Initially, I was critical of business engaging in sustainability. I saw CSR as a gateway to reducing the role of the state (Hanlon & Fleming, 2009) and having potential to allow unlimited growth, both economically and technologically (Heikkurinen, 2016). Having previously been influenced by concepts such as steady-state economics (Daly & Farley, 2011) and Degrowth arguments (D'Alisa et al. 2014), the idea that CSR is shaped by business (or profit-making) interests (Banerjee, 2008) was particularly worrying to me.
However, engagement in further perspectives on the relationship between sustainability and business has made me think about the capacity business has to make a real change. Studying and discussing literature on organisational change management and the development of standards and certifications has taught me about how business can empower individuals. With papers such as Chapman (2002) discussing how true transformational change comes from involving all participants and Nelson & Tallontire (2014) showing the resistance of traditional power dynamics in value chains, I am beginning to think that stakeholder interest has the potential to influence business more than the relentless pursuit of profit.
Although I still have reservations about a financial ‘price’ being put onto social and environmental issues (Beder, 1994), it seems to me that business can play a huge part in improving sustainability issues. With this in mind, I find myself in a constant state of managing the tensions between my own ideology and the business case for sustainability.But maybe both are equally as valid as each other.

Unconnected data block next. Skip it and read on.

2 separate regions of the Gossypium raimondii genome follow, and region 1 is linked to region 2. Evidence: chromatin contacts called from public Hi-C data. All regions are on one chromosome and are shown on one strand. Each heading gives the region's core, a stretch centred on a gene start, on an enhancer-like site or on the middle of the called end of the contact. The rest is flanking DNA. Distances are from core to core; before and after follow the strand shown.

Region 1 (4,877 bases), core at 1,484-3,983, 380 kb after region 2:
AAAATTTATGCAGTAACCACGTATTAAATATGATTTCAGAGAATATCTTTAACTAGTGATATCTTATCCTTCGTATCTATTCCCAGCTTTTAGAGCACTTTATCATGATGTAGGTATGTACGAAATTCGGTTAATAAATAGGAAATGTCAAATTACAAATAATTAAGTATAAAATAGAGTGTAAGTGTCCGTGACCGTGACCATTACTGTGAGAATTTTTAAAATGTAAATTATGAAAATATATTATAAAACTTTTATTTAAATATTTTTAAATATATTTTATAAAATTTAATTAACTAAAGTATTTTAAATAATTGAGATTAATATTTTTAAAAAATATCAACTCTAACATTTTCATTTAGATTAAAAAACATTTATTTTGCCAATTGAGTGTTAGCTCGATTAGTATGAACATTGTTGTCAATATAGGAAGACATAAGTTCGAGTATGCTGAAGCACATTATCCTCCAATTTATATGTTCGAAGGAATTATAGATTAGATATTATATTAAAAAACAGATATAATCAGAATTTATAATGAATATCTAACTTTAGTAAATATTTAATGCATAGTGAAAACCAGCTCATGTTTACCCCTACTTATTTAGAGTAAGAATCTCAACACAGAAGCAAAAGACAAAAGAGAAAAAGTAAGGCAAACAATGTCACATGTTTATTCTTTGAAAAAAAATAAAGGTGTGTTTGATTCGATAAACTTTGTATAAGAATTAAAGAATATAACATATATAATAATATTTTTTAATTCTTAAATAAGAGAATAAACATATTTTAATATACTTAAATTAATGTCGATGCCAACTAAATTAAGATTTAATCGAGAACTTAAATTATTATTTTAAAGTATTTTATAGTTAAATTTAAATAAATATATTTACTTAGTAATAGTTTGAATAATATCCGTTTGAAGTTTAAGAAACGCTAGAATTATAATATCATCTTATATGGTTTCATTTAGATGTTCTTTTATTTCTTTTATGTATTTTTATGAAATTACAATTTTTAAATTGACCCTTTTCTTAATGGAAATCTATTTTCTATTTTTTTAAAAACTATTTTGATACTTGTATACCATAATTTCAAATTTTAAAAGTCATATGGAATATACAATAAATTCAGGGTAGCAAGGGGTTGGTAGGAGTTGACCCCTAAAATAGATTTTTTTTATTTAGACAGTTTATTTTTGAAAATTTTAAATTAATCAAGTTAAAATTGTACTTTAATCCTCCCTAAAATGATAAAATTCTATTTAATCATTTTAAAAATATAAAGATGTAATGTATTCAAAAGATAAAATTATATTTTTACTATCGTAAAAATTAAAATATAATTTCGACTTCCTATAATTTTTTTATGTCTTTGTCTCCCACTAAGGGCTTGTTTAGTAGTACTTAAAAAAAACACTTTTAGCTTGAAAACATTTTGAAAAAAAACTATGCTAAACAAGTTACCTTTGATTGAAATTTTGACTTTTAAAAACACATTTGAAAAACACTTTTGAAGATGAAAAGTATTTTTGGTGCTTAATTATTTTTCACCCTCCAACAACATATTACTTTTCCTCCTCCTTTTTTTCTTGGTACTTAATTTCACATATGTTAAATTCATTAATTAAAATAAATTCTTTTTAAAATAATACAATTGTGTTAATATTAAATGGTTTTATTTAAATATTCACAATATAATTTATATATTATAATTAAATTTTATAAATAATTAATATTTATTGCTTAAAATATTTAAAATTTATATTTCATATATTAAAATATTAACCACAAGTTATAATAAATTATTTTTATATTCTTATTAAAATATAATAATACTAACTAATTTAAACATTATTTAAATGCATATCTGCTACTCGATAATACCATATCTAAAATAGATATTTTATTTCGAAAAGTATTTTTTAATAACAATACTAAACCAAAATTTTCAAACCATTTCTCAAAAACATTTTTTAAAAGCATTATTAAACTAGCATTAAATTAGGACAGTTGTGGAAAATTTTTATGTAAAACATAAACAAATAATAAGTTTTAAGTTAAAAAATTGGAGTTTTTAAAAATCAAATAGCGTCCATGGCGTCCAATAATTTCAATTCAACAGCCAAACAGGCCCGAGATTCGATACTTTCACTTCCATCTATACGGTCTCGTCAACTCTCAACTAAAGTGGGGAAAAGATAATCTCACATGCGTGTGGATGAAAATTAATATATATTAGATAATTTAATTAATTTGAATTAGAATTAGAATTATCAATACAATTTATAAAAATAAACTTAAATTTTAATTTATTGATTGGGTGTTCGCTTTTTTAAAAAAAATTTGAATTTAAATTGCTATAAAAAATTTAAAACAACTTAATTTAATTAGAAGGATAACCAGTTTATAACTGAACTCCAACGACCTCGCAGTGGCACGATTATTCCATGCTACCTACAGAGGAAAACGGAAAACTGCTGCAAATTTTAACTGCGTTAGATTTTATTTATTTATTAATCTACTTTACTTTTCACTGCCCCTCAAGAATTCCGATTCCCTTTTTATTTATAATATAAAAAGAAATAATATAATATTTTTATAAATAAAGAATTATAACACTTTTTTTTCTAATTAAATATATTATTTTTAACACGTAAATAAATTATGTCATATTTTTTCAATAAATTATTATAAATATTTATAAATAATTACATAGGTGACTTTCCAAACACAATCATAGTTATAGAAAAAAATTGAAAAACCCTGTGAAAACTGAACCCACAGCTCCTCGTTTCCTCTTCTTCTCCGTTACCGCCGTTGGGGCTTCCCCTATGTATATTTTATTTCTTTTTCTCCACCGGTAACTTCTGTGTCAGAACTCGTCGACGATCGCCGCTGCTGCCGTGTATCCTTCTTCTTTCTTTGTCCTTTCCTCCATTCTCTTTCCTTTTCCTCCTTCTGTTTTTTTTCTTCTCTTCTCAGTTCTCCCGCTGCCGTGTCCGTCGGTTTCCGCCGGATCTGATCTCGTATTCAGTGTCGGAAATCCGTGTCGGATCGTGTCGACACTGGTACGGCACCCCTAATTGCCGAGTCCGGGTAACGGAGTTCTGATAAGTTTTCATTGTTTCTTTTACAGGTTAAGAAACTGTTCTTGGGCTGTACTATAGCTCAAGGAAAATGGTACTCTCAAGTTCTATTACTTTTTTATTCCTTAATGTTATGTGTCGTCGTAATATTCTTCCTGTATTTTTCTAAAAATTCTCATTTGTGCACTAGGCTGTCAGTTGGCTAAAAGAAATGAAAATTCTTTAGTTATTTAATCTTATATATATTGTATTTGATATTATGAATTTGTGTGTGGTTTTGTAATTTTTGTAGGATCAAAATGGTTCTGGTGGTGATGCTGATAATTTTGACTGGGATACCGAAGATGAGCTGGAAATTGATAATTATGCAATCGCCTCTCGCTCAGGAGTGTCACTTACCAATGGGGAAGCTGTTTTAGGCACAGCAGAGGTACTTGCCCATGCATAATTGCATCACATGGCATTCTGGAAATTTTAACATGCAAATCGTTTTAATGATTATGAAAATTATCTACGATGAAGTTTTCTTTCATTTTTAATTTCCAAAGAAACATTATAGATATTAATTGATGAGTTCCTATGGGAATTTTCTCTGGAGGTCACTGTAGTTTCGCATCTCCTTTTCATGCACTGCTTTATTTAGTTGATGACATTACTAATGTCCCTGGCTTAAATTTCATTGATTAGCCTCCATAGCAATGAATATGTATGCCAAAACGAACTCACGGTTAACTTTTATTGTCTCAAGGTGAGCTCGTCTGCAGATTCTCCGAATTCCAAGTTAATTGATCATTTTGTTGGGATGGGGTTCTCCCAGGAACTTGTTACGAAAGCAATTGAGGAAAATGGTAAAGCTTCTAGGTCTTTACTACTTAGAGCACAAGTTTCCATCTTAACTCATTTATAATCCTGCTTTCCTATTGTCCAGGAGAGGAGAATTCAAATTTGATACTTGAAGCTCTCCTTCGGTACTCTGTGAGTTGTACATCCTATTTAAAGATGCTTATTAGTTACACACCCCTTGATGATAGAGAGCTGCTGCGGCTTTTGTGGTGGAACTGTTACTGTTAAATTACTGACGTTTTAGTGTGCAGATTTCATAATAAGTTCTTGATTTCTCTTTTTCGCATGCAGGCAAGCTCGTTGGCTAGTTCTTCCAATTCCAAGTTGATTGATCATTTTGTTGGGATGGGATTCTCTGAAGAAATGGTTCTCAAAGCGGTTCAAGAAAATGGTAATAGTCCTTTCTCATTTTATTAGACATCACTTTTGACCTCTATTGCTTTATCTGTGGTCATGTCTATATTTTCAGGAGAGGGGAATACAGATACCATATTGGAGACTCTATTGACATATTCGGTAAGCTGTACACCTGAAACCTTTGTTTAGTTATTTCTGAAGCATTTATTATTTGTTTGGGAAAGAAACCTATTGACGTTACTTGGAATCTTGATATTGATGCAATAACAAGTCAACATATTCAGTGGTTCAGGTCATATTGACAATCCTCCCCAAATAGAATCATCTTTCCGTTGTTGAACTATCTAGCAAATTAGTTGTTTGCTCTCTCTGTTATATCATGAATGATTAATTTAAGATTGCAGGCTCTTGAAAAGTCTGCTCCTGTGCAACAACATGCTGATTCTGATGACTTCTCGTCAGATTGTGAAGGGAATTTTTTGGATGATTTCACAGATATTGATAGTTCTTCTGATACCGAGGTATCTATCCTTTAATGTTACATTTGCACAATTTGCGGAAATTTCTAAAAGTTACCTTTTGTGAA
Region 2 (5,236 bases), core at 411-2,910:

Banerjee, S. B. 2008. Corporate social responsibility: The good, the bad and the ugly. Critical sociology.34(1), pp.51-79.
Beder, S. 1994. Revoltin’ Developments: The Politics of Sustainable Development. Arena Magazine June-July.11(1). pp.37-39.
Chapman, J.A. 2002. A framework for transformational change in organisations. Leadership & Organisational Development Journal. 23(1), pp.16-25.
D'Alisa, G., Demaria, F. & Kallis, G. eds. 2014. Degrowth: a vocabulary for a new era. New York: Routledge.
Daly, H.E. & Farley, J. 2011. Ecological Economics: Principles and Applications. 2nd ed. Washington, DC: Island Press.
Hanlon, G. & Fleming, P.P. 2009. Updating the critical perspective on corporate social responsibility. Sociology Compass. 3(6), pp.937-948.
Heikkurinen, P. 2016. Degrowth by means of technology? A treatise for an ethos of releasement. Journal of cleaner production.[Online]. [Accessed 11 December 2017]. Available from: eprints.whiterose.ac.uk/105233/1/Heikkurinen%202016.pdf.
Nelson, V. & Tallontire, A. 2014. Battlefields of ideas: changing narratives and power dynamics in private standards in global agricultural value chains. Agriculture and human values.31(1), pp.481-497.